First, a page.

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ROMÁN "CHOCOLATITO" VS VALENTÍN LEON



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  1. Swans 02:29pm, 03/03/2015

    Perhaps I will write a letter to Oscar and ask him to put El Chocolate on the Canelo card; besides real boxing fans like yourselves deserve it. hmm a letter is a bit slow, albeit classy though ( and I must admit I own one of the best cursive’s in the game but Oscar was a fighter most of his life; he may have not had time to appreciate such refined qualities) well i suppose that settles it. I’ll just call him real quick.

  2. Caryn A. Tate 08:07am, 03/03/2015

    Matt, yeah, I saw that too—that was just updated yesterday or maybe the day before. Prior to that Estrada’s BoxRec did show Marquez as his next opponent. Not sure what happened there but I’d much prefer seeing him fight Marquez next! Now that’s a fight! And I hope Chocolatito does get on the Canelo-Kirkland card. He deserves a ton of notoriety—I’d love to see him on HBO.

  3. Matt Mosley 02:38am, 03/03/2015

    I got that Estrada-Marquez fight from ESPN’s boxing schedule but apparently Estrada is fighting someone else instead, a Filipino I think.
    Hopefully they can get Gonzalez-Estrada II done for later in the year.

  4. Kid Blast 02:01pm, 03/02/2015

    Ricardo Lopez is a very decent comparison

  5. Kid Blast 02:00pm, 03/02/2015

    That would be great. Also, Rios could find his way on one of these undercards I should think. Unless his arms arte too sore from crunching Alvarado at will.

  6. Matt Mosley 01:45pm, 03/02/2015

    Possibility Gonzalez lands on the Canelo-Kirkland card:
    http://www.boxingscene.com/roman-gonzalez-on-canelo-vs-kirkland-undercard—88032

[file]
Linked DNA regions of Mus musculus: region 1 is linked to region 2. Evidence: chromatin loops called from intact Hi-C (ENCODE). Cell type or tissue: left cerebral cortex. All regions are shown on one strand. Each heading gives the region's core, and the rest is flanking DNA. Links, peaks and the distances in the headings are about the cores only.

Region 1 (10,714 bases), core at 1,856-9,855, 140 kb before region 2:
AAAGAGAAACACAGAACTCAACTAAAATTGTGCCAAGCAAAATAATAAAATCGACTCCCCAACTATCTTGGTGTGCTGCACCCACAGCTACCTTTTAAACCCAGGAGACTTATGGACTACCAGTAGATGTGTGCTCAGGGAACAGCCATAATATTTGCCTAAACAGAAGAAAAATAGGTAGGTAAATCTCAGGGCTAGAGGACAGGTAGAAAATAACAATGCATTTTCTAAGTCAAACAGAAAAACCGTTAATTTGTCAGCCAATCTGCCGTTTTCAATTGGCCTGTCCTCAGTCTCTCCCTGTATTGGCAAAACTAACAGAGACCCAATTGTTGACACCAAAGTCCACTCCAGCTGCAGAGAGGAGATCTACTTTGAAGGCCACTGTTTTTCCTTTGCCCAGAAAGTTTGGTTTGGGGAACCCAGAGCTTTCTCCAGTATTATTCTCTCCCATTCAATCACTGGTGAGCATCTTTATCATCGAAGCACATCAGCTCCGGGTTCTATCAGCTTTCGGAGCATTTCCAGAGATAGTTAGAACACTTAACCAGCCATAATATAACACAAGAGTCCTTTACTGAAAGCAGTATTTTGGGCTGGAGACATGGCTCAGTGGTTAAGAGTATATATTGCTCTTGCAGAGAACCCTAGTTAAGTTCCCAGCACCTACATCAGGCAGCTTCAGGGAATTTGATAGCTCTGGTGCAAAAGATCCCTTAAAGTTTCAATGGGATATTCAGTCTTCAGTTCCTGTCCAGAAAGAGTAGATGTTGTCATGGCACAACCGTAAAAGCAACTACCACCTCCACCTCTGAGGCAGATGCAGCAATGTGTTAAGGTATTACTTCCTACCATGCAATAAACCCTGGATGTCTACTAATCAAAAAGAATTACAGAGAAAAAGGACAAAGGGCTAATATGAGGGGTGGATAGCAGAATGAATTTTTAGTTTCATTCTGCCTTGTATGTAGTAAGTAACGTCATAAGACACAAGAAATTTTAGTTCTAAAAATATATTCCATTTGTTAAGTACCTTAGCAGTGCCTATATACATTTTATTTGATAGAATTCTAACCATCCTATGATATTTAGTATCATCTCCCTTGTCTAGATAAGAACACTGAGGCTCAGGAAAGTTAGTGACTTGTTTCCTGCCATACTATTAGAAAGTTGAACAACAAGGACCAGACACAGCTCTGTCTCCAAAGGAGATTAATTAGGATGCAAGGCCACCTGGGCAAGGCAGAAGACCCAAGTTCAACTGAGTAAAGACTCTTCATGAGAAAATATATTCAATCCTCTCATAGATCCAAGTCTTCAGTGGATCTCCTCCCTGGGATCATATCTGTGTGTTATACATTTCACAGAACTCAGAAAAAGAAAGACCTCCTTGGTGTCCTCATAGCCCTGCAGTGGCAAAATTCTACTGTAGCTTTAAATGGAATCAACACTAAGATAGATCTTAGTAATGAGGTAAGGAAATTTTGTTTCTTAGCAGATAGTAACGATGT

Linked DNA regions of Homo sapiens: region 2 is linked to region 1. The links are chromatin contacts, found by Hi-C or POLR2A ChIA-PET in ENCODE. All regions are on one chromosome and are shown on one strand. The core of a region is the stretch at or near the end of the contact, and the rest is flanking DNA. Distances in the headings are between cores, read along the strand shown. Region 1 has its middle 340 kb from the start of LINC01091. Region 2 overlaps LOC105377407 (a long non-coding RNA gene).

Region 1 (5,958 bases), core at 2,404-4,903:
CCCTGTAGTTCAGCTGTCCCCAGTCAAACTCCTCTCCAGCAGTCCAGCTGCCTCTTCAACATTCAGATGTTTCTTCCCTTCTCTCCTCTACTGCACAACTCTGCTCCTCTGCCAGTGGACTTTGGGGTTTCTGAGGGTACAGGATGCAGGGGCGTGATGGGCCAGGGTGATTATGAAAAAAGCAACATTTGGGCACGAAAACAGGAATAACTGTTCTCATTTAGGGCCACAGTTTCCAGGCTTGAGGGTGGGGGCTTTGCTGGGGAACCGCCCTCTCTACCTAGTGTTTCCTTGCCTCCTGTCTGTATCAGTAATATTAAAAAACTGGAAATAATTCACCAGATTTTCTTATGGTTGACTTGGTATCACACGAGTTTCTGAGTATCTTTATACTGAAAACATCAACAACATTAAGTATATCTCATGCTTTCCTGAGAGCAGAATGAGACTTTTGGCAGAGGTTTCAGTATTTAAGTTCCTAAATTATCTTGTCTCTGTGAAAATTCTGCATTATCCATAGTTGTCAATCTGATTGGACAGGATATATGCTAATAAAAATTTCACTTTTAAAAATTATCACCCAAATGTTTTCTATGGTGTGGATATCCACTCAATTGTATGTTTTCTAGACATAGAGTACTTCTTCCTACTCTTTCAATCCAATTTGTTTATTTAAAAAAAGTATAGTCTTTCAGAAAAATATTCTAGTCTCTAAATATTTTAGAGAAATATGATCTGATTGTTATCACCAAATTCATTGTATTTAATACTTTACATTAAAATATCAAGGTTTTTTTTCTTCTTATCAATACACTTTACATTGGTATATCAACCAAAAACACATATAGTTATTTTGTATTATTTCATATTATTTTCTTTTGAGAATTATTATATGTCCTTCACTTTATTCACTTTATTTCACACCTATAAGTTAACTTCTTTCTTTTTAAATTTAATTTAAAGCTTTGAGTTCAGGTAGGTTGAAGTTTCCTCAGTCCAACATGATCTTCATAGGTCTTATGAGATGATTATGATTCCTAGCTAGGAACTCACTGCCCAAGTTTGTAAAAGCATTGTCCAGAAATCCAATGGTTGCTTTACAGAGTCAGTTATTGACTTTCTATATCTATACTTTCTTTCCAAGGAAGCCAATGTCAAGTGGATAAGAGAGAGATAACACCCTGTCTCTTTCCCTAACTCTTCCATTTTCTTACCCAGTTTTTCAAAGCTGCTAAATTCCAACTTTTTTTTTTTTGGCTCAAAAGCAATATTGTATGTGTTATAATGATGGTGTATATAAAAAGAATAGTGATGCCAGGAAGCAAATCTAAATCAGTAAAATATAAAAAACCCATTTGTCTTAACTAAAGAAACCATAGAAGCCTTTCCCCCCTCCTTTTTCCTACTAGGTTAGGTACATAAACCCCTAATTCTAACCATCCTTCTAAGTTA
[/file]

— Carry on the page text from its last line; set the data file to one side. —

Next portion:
7. Matt Mosley 11:11am, 03/02/2015

    My bad.
    It’s Estrada who is fighting Marquez on March 28.

  8. Matt Mosley 11:07am, 03/02/2015

    Is he not fighting Tyson Marquez next?
    I thought that was the plan.
    As the author says though, the fight that must be made asap is Gonzalez-Estrada II.
    Estrada is a great fighter himself, although not quote as good as Chocolatito, imo.

  9. Matt Mosley 11:04am, 03/02/2015

    One of my favourite fighters, Gonzalez.
    Pleasure to watch and technically excellent.
    As some have said, he is like this era’s Ricardo Lopez.
    Although they are not identical in style they are both small men who dominate(d) world class opposition.

  10. Kid Blast 10:55am, 03/02/2015

    Swans has the beat

  11. Swans 11:20pm, 03/01/2015

    Roman is cut from the Jib of the Oldschool and understands the importance of staying busy on his sailing voyage across the boxing sea. I wish some how they could put the Estrada rematch on The Mayweather Pac undercard.

  12. Kid Blast 05:58pm, 03/01/2015

    Roman is very “uncommon.” I love his ring moves.


    To hell with the Homesman. See The Drop

  13. Caryn A. Tate 03:53pm, 03/01/2015

    Thanks Frankie. No, I haven’t seen The Homesman yet! Thanks for the reminder. I’m going to have to find it & watch—your fondness for it makes me want to see it sooner than later!

  14. Irish Frankie Crawford Beat Saijo aka Gimpel 11:33am, 03/01/2015

    Caryn A. Tate-Great report! BTW have you seen The Homesman yet? I had to rent it from Amazon…..it was in limited release in Vegas and then gone….I don’t know what the hell is going on there. I rate it highly….maybe too much Jones and not enough Swank, who is anything but “homely as an old tin pail” in my opinion….but that’s just me….a person who is praying that Clint Eastwood has one more Western in him….please Lord!